- 1 hr 43 min
In 2019, director Marjane Satrapi brought an intense biographical drama titled "Radioactive" that explores the life and career of one of the most remarkable scientists in history, Marie Curie. The movie is an adaptation of a graphic novel by Lauren Redniss titled "Radioactive: Marie & Pierre Curie: A Tale of Love and Fallout". Marie Curie, a woman of unparalleled intellect and determination, was a Polish physicist and chemist who primarily conducted most of her pioneering research in France. She discovered polonium and radium, two of the most radioactive elements on the planet. Her discoveries led to a significant breakthrough in scientific research and ultimately earned her two Nobel Prizes in Physics and Chemistry, respectively.
Rosamund Pike delivers a tour de force performance as Marie Curie, capturing her fiery spirit and all-consuming passion for science. The movie revolves around her obsessive desire for discovery, relentless struggle to achieve recognition in a male-dominated field, and her determination to use science for the betterment of society.
The film mostly follows the thematic structure of a typical Hollywood biopic, chronicling the most important milestones in Curie's life. However, Satrapi handles the material with sensitivity and imagination, adding a unique visual flair to the storytelling. The director incessantly employs a collage of images, flashes of future events, and flowing animated graphics that not only enhance the atmosphere of the film but also help convey some of the more complicated scientific concepts.
What sets this movie apart from other biopics is the inclusion of the fallout effects of Curie's discovery of radioactivity, both literally and figuratively. Satrapi intersperses the narrative with scenes of the aftermath of the atomic bombs and the cancer treatments used today, highlighting the profound impact of Curie's research on the world. Thus, the film becomes a cautionary tale about the dangers of scientific progress.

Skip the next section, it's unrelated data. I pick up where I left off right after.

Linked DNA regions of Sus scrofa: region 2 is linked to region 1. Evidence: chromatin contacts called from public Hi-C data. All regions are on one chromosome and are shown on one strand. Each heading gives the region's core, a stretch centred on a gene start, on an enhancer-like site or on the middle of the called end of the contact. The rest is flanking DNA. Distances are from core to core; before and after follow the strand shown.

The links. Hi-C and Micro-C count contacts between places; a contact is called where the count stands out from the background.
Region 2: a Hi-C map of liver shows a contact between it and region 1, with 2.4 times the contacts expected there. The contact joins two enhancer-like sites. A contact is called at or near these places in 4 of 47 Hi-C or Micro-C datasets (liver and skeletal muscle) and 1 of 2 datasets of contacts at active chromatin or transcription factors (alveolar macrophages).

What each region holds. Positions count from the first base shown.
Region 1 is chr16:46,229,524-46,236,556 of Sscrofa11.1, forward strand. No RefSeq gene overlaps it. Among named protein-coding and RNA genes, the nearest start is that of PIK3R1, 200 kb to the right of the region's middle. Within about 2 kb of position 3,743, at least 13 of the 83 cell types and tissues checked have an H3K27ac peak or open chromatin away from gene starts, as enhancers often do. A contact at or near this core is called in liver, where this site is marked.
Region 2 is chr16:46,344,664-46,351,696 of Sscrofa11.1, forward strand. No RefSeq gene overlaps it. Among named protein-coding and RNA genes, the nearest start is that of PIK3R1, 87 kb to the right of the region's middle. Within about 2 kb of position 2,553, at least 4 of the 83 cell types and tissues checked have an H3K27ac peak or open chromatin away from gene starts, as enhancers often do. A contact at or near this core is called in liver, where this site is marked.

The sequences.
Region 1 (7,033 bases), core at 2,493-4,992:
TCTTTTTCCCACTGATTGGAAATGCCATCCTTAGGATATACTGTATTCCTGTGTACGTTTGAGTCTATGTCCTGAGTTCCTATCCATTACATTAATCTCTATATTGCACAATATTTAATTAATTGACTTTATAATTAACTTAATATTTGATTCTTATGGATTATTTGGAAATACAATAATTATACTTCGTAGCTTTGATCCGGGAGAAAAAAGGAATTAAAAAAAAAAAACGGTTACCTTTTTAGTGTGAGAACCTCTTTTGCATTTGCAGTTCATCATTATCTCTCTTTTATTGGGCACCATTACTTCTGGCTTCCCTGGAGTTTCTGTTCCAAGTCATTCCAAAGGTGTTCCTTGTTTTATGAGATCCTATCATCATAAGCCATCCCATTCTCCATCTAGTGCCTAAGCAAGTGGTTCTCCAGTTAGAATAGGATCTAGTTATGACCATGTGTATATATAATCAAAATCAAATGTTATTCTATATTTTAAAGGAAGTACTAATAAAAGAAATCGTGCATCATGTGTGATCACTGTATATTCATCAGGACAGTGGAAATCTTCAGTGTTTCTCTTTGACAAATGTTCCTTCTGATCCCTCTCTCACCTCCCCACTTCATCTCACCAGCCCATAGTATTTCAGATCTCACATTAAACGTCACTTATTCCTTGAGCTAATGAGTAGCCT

Another notable aspect of the movie is the portrayal of Curie's relationship with her husband Pierre Curie, played by Sam Riley. The film depicts their love story and scientific partnership with great nuance, capturing the intense chemistry between them. Unlike most cinematic depictions of genius, both characters are given equal importance, and their love for each other and their work is beautifully intertwined.
The movie also shows Curie facing a series of obstacles throughout her career, including sexism, hostility from her male colleagues, and condemnation from conservative elements in society. The film covers her struggles in-depth, without ever sidestepping the challenges she faced due to her gender.
Undoubtedly, Rosamund Pike's performance as Marie Curie is the highlight of the film. She brings an impressive range to the role, effortlessly jumping from moments of jubilation and discovery to scenes of loneliness and despair. Her portrayal is both moving and dazzling, conveying the complexity of Curie's character with remarkable skill.
Yvette Feuer and Mirjam Novak, who play Curie's daughters Irene and Eve, respectively, are another highlight of the film. Both actresses give nuanced performances that are essential to the emotional and social themes of the movie. They add layers of depth to Curie's personality, showing her as not only a trailblazing scientist but also a loving mother and a woman dealing with the complex struggles of life.
In conclusion, "Radioactive" is a compelling biopic that does justice to the legacy of one of the most remarkable women in history. Anchored by a terrific performance from Rosamund Pike and supported by impressive storytelling, the movie is both an engaging portrait of a genius and a cautionary tale about the impact of science on society.
Radioactive is a 2020 drama with a runtime of 1 hour and 43 minutes. It has received moderate reviews from critics and viewers, who have given it an IMDb score of 6.3 and a MetaScore of 56.